Black Celebration, Depeche Mode
Mute Records, March 17, 1986
Track Listing: 1. Black Celebration, 2. Fly on the Windscreen (Final), 3. A Question of Lust, 4. Sometimes, 5. It Doesn’t Matter Two, 6. A Question of Time, 7. Stripped, 8. Here Is the House, 9. World Full of Nothing, 10. Dressed in Black, 11. New Dress, 12. But Not Tonight
“Not when we’re alone
And she’s dressed in black”
-from “Dressed in Black”
He is not wearing black for our interview but I can picture him decked out in the mid-80’s Waver uniform of choice: black on black, ink spot on a page. They were the dancers of darkness, strobing to the discovery of a new world. They were different. They listened to music like Siouxsie and the Banshees, Joy Division, Billy Idol, New Order, The Cure. His first exposure to Depeche Mode came like it did for many of his friends, with the song “People are People.” And then the album, Black Celebration. Music really can change your life. It can make you think different, dress different. He grew his hair out—something akin to a Martin Gore-Mick Hucknall love child—even if such a coif made him an obvious target in the crowded, whispering high school hallways. It definitely took a little courage to go all Simply Red in front of your high school peers but the road to discovery is only open to those who dare enter. It was official. He was now a Waver, experiencing the rite of passage that comes when a teenager learns to rise above ridicule and self-doubt. He was proud to be associated with this cool new sound.
G: You’ve said that Black Celebration is your favorite Depeche Mode album.
J: Music for the Masses is right up there, and of course Violator, but I think it has to do with Black Celebration being the first one I bought. That connection is big. And I love every song on it, start to finish. Still do. [He starts singing “A Question of Lust.”]
G: Tell me what it was it like to grow up in Fort Worth, Texas … near an Air Force base, right? I imagine that could be a tough place to grow up, high school especially.
J: I don’t think Texas has much to do with it, or the military. High school is high school, you know? There are always in-crowds, and cool cliques, whatever. But I think the Wavers brought a new kind of cool. Unexpected. Even if all of us weren’t friends directly, it was nice to see others with similar style and attitudes and of course the shared association to the bands.
G: Did you ever get picked on for dressing different or looking different?
J: Sure, sure. Who hasn’t been picked on at one time or another? I don’t think that I was that much different than anybody else though. Well, maybe the hair. [He points to the picture, hair dyed reddish-blonde, sprayed to stick straight up in front with a curl on top like a wave coming in from the Red Sea. We laugh.] When we started listening to this music, it just became the scene. The music was very important. Somebody could make fun of you or whatever, but there were so many other things popping up that it didn’t seem to matter as much anymore. New groups. New sounds. Of course, MTV. Videos were huge back then. You got home from school and were glued to the TV, watching for hours, video after video. And the radio. Most of the really non-mainstream music I was introduced to came from KTCU, which was a college radio station that had a show on Friday nights called “The Electric Cafe.” All New Wave. I would record the program from 10 to midnight so that I could listen to the songs over and over on my jam box. [He laughs.] And then later, the concerts. Everybody remembers that first concert.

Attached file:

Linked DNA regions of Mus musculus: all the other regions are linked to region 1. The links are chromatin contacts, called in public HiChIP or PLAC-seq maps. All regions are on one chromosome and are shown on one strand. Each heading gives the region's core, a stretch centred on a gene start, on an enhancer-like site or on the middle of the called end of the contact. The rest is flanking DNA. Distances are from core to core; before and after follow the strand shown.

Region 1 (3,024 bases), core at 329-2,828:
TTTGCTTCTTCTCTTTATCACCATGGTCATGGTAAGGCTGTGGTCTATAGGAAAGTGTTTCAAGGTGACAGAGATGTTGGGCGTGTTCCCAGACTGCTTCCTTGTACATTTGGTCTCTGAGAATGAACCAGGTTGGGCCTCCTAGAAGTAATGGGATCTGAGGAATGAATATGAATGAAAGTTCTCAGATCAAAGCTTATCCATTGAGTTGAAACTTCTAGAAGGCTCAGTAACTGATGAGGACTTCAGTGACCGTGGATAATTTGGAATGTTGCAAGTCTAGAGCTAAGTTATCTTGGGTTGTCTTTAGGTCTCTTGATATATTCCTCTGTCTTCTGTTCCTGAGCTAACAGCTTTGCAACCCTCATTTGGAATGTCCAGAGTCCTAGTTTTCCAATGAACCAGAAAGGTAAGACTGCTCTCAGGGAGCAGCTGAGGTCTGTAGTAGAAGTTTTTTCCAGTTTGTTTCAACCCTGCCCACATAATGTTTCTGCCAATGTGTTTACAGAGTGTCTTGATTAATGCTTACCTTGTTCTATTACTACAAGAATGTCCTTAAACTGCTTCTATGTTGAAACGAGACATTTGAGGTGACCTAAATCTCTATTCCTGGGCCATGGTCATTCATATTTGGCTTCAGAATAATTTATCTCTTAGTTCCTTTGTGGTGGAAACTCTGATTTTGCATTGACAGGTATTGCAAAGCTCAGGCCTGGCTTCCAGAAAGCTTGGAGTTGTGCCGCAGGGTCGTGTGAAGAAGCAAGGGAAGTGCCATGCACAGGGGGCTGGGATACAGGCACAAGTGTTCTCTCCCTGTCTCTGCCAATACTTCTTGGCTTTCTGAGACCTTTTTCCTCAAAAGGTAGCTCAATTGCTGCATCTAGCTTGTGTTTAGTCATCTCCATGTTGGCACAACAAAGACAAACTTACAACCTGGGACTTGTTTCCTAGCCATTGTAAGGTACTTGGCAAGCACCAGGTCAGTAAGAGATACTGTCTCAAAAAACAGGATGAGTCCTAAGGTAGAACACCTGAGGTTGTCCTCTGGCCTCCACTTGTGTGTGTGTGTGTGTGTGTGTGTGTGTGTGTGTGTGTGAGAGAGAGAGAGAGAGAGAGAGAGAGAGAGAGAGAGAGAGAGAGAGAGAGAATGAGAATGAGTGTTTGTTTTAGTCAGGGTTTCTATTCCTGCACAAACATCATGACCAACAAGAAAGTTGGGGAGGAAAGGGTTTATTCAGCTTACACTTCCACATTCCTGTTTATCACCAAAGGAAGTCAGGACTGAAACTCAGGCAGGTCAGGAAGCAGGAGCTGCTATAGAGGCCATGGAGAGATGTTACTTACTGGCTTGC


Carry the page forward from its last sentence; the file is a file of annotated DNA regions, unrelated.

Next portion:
G: Who was your first?
J: Billy Idol at Six Flags in Arlington. We rode coasters in the day and saw Billy Idol at night. It was hot of course. Texas summer. [He smiles.] I remember my sister drove us, which was cool because she was older than us and so that made us feel like big shots. But it is funny, I think even she was taken aback by the crowd. Mohawks, the black leather. The chains. It was definitely new to all of us.
G: And Depeche Mode, when did you see them for the first time?
J: I remember the exact date! [His face lights up.] It was December 12th, 1987. The very same day, I got my braces off and got my first job, working at a mall, so obviously it was a huge day! And my first Depeche Mode concert. I was 16. It was for the Music for the Masses tour. I remember just wanting so much to be part of that band on top of that stage. What it would be like to be Martin Gore or Dave Gahan, in front of all those people.
G: And thinking about what it would be like to be a star in one of the videos you loved?
J: Exactly. Like “Take on Me,” or “There Is a Light That Never Goes Out,” all those great videos by Dead or Alive and Bananarama … King’s “Love & Pride.”
[We take a break to go walk his dog, enjoying the July sun in Chicago.]
G: So do you still listen to Depeche Mode a lot now?
J: Of course. Last month, I actually got a new copy of Music for the Masses. Old one was too banged up to listen to anymore. It’s strange to think about when I bought it the first time and here I am buying it again. I grew up with them. A lot of years have gone by. It really is a nice to have some things that stay the same. In fact, they have a tour this year. I’m seeing them at Lollapalooza. Really looking forward to it.
We will talk again after the summer. The subject of Depeche Mode will come up. He will tell me all about the show. How perfect it was.